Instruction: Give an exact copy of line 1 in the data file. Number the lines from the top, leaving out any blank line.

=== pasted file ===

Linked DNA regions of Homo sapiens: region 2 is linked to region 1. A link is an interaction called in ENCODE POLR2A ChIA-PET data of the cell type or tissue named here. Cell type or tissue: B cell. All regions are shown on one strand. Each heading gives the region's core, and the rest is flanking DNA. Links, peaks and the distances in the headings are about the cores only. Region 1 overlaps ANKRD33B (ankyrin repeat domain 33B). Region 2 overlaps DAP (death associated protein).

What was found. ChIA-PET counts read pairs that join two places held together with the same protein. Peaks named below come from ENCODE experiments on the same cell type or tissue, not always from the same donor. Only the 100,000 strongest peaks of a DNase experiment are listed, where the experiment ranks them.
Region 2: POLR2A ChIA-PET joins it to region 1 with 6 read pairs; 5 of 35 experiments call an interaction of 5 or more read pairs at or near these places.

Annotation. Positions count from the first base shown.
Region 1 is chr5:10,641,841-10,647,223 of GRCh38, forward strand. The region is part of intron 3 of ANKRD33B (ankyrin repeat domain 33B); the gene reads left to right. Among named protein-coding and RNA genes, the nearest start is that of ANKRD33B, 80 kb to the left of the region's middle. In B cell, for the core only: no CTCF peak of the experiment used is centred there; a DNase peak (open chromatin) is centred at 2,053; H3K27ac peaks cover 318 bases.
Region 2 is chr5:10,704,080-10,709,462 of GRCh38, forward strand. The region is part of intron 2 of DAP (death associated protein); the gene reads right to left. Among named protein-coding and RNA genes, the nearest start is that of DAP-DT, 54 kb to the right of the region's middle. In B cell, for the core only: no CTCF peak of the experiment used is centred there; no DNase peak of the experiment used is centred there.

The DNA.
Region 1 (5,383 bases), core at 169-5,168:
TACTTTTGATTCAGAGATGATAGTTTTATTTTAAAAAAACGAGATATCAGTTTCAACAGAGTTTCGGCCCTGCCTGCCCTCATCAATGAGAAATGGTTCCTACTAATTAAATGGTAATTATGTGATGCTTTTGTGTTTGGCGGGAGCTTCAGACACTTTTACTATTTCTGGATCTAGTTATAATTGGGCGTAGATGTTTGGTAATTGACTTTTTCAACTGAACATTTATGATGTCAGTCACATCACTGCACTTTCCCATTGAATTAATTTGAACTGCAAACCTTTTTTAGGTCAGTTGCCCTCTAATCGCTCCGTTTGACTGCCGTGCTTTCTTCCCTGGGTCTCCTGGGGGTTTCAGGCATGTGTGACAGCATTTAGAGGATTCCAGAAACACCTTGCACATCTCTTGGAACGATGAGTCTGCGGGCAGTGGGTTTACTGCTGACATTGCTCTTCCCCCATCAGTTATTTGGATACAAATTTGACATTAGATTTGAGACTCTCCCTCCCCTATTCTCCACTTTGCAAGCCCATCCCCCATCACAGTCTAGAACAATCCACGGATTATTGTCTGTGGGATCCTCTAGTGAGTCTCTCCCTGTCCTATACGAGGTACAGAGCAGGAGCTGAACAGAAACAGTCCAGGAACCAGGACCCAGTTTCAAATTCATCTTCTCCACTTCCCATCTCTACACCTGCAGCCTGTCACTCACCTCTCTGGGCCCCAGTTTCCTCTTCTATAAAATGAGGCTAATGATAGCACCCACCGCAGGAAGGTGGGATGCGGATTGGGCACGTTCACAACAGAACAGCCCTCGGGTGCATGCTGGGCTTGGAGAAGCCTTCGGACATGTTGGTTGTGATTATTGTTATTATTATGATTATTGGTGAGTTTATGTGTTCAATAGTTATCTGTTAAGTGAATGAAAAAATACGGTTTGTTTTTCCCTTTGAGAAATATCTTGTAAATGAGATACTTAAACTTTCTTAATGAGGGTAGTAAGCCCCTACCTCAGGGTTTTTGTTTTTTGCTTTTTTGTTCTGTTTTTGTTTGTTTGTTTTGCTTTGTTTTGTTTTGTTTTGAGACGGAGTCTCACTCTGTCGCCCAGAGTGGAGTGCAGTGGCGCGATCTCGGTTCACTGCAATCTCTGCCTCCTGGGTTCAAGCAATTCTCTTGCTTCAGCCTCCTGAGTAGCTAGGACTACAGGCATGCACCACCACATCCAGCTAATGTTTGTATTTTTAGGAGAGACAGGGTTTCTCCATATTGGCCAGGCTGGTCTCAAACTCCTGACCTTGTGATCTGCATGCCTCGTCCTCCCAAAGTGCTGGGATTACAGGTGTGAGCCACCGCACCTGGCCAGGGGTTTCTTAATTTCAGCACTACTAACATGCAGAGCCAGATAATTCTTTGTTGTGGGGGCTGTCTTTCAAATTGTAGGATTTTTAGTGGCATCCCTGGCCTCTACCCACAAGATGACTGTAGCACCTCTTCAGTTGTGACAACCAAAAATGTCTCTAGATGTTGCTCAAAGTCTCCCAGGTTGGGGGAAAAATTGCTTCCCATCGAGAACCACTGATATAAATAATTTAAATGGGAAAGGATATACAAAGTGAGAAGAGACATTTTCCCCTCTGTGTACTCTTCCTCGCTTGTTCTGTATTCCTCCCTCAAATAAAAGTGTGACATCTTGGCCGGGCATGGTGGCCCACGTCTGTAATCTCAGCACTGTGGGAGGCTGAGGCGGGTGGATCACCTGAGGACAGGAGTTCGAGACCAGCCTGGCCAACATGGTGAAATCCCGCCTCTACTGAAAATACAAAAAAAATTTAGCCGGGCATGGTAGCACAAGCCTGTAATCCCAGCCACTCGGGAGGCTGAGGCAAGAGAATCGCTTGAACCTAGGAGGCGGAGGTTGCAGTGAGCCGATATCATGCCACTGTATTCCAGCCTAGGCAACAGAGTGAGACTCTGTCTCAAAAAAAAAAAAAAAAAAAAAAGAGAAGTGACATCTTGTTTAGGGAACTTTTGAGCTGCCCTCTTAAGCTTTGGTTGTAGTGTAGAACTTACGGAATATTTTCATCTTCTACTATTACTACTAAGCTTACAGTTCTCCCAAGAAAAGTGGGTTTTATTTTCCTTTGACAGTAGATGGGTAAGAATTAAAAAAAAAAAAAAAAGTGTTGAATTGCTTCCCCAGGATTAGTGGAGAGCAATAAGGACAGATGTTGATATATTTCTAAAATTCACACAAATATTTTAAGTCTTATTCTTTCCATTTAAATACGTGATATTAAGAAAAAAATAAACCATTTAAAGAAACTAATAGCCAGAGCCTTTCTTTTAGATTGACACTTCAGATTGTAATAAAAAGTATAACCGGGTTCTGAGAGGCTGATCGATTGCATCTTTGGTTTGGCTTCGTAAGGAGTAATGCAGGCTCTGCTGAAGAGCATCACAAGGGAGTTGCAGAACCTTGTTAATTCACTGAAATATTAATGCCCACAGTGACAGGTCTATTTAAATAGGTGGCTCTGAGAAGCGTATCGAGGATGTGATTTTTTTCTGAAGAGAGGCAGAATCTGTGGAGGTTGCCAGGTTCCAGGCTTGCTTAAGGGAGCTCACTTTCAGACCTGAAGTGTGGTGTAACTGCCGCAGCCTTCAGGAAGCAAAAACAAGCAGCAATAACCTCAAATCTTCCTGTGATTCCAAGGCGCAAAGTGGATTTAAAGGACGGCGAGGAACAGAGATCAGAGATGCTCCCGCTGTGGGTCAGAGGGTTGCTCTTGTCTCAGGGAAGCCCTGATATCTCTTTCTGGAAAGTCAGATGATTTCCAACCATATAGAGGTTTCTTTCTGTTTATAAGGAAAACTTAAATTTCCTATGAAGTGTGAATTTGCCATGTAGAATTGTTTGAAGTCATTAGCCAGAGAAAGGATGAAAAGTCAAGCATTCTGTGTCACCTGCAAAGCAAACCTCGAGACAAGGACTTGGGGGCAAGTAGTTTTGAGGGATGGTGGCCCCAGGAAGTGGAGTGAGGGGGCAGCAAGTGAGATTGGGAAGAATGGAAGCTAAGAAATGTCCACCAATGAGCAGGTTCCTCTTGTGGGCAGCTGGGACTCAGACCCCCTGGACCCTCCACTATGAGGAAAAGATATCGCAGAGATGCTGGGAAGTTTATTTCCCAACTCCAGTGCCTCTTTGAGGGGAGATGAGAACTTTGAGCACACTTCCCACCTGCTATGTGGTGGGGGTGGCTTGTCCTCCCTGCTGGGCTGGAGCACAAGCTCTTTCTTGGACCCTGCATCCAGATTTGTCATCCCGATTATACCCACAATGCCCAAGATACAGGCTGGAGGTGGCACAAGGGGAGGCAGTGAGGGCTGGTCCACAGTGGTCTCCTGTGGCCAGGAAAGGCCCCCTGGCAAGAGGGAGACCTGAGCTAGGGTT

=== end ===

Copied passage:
Linked DNA regions of Homo sapiens: region 2 is linked to region 1. A link is an interaction called in ENCODE POLR2A ChIA-PET data of the cell type or tissue named here. Cell type or tissue: B cell. All regions are shown on one strand. Each heading gives the region's core, and the rest is flanking DNA. Links, peaks and the distances in the headings are about the cores only. Region 1 overlaps ANKRD33B (ankyrin repeat domain 33B). Region 2 overlaps DAP (death associated protein).